When you think of retirement, maybe you picture relaxing on a far-off beach or simply curling up on your couch with the latest novel. But since retirements today are lasting longer than ever—many retirees are rethinking the idea of 30 years of leisure. Not only might it become tedious, it may not be financially sustainable. A recent 2021 survey found that 71% of workers age 50 or older are planning to keep working into retirement.1 Even those with substantial investment portfolios may opt to keep working—at least for the first few years of retirement.
“They don’t want to be on the front porch swing; they want to stay busy,” suggests Shelley Cairo, a Bradenton, Florida-based financial advisor for Truist Investment Services.
Consider this an opportunity to try your hand at an encore career—a term used to describe a second work life that combines personal and social meaning—along with a paycheck. Let’s quickly look at a few of the benefits you can expect to enjoy if you decide to pursue a second career.
1. A bigger bank account
Money may play a key role in deciding whether you’ll continue to work during retirement. Review your projected income, expenses, and assets to see if you’ll have enough to comfortably support your lifestyle for a 30-year retirement. (Don’t forget to factor in inflation!) If you’re concerned about falling short, working in retirement could generate the extra income you need to close the gap.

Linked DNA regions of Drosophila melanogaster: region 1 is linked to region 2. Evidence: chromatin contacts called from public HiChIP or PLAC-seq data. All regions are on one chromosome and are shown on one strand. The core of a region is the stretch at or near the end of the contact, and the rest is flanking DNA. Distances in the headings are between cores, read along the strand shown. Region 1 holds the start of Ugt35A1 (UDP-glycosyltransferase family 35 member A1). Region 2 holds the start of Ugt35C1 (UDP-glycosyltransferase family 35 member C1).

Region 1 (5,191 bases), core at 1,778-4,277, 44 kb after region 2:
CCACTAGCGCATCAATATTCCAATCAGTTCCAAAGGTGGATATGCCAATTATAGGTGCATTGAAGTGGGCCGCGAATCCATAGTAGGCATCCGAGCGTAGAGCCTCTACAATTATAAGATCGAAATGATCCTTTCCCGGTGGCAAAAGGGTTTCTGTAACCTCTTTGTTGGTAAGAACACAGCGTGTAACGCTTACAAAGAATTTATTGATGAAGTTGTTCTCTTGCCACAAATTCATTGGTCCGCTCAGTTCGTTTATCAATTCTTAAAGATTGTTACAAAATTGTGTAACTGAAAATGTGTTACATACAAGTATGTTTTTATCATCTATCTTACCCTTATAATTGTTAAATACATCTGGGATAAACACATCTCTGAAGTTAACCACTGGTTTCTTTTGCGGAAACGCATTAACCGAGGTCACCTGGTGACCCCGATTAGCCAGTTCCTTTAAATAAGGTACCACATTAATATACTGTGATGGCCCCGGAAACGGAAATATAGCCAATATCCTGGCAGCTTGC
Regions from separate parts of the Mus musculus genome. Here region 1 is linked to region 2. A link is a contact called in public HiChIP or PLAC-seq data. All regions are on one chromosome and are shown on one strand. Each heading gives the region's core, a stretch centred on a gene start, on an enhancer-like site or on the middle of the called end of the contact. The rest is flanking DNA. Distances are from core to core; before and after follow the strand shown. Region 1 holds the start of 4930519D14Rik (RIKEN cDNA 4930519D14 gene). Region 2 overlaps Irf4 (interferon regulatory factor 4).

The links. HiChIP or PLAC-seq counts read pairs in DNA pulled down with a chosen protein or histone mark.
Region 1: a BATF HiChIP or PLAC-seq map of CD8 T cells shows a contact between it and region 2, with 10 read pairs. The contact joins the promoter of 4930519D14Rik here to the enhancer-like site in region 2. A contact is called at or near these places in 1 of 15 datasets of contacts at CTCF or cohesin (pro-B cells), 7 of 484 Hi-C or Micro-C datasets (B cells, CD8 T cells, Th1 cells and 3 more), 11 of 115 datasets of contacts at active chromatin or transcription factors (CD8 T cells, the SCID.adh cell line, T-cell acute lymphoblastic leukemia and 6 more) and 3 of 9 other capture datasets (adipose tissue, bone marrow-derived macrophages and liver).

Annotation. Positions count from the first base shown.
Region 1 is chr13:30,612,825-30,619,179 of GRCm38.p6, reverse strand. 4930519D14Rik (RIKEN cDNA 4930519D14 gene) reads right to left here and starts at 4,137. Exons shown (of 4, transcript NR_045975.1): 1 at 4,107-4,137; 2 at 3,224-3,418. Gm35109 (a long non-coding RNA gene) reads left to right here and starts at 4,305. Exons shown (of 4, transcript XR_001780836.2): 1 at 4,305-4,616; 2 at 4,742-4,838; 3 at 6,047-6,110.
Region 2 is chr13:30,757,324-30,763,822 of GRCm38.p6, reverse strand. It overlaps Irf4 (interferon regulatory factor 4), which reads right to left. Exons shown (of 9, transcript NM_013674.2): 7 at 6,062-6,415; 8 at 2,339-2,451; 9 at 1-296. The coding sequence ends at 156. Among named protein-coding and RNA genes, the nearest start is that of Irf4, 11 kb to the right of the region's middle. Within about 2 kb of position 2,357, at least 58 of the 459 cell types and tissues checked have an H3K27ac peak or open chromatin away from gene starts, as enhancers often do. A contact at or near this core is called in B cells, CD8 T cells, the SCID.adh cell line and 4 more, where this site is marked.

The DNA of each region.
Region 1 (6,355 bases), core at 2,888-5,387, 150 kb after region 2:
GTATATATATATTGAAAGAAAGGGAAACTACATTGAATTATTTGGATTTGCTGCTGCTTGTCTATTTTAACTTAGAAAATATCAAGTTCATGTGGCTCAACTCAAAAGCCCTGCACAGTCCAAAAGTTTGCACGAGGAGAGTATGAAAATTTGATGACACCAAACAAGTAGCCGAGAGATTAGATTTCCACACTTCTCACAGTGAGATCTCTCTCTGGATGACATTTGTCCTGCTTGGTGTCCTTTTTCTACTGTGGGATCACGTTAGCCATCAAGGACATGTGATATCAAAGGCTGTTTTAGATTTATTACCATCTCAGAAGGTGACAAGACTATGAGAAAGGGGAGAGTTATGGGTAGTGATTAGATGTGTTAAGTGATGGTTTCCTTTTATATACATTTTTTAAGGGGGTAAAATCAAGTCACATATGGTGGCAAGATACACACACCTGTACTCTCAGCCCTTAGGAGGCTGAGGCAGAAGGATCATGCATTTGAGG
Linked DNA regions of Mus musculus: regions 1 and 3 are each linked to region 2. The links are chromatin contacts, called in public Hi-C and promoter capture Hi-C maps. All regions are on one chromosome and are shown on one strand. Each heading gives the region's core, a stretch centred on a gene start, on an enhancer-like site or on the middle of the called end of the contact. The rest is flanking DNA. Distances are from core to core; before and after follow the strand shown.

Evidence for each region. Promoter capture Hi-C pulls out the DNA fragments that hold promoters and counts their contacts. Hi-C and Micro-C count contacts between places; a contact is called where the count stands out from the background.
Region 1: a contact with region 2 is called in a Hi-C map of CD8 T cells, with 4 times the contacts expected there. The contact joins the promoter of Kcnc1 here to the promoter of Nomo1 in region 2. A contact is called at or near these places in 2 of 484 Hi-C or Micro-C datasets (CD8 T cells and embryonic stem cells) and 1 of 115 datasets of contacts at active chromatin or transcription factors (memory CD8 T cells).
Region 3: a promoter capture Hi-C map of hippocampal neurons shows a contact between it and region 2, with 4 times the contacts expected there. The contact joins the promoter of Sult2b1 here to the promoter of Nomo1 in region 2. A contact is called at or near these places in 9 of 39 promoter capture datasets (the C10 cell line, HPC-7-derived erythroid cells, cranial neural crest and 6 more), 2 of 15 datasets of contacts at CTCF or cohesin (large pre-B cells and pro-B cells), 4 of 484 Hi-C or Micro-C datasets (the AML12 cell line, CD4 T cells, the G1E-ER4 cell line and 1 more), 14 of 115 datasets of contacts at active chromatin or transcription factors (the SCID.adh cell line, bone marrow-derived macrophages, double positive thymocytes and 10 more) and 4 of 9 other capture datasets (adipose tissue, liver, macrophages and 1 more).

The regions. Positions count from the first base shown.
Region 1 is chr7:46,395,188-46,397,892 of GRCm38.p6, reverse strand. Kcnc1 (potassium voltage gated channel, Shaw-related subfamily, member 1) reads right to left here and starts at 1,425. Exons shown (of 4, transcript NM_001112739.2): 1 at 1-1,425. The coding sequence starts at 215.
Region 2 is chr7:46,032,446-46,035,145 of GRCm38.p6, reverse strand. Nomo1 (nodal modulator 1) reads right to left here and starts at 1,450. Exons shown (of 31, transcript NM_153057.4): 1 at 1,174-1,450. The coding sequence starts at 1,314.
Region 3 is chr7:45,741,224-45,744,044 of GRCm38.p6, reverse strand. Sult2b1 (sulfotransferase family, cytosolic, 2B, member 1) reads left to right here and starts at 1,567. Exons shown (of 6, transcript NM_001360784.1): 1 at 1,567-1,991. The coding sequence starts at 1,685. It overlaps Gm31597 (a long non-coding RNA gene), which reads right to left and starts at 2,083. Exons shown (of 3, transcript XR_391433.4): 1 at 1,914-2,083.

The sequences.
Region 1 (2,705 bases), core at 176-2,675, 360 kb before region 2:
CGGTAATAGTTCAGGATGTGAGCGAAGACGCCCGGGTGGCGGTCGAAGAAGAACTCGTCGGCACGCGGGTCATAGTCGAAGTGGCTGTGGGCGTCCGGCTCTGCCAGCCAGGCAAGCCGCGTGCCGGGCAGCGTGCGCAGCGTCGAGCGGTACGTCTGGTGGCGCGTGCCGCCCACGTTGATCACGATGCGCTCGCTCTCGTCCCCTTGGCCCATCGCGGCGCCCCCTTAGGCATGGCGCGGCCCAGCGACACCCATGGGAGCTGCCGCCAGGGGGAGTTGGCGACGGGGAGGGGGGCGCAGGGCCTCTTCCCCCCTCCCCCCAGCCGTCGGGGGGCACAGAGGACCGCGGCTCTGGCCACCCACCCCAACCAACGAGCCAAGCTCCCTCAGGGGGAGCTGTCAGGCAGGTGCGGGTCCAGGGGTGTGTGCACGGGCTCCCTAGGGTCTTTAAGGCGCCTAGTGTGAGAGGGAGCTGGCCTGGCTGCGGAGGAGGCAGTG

A retirement job may allow you to decrease or even discontinue withdrawals from your investments—giving them the opportunity for continued growth. “We talk about Social Security, pensions and investment accounts as the three legs of the stool when it comes to retirement,” notes Cairo. “For many, a second career becomes a fourth leg for added support and stability.”
2. A new passion or a return to an old one
With a lifetime of experience behind you, you have a lot of wisdom to share with others. An encore career can be an opportunity to give back to your community. Many retirees choose a second career in their field, but take on a different role with reduced hours and less stress. For instance, Cairo cites the example of a lawyer who now does part-time mediation.
On the other hand, you may want to change fields entirely. An encore career can be your ticket to pursue a passion you’ve only dreamed about—while also generating extra income in the process.
3. Better health
An encore career can be a way to give yourself purpose while keeping both your mind and your body active and engaged. Plenty of research shows that keeping your brain active helps protect against some aspects of cognitive decline as you age. And physical activity—anything that gets you out of your chair—helps maintain strength and stamina. “As a society we’re more mobile than ever,” points out Cairo. “People are used to being active and on the go, and they don’t want to give that up; even in retirement.”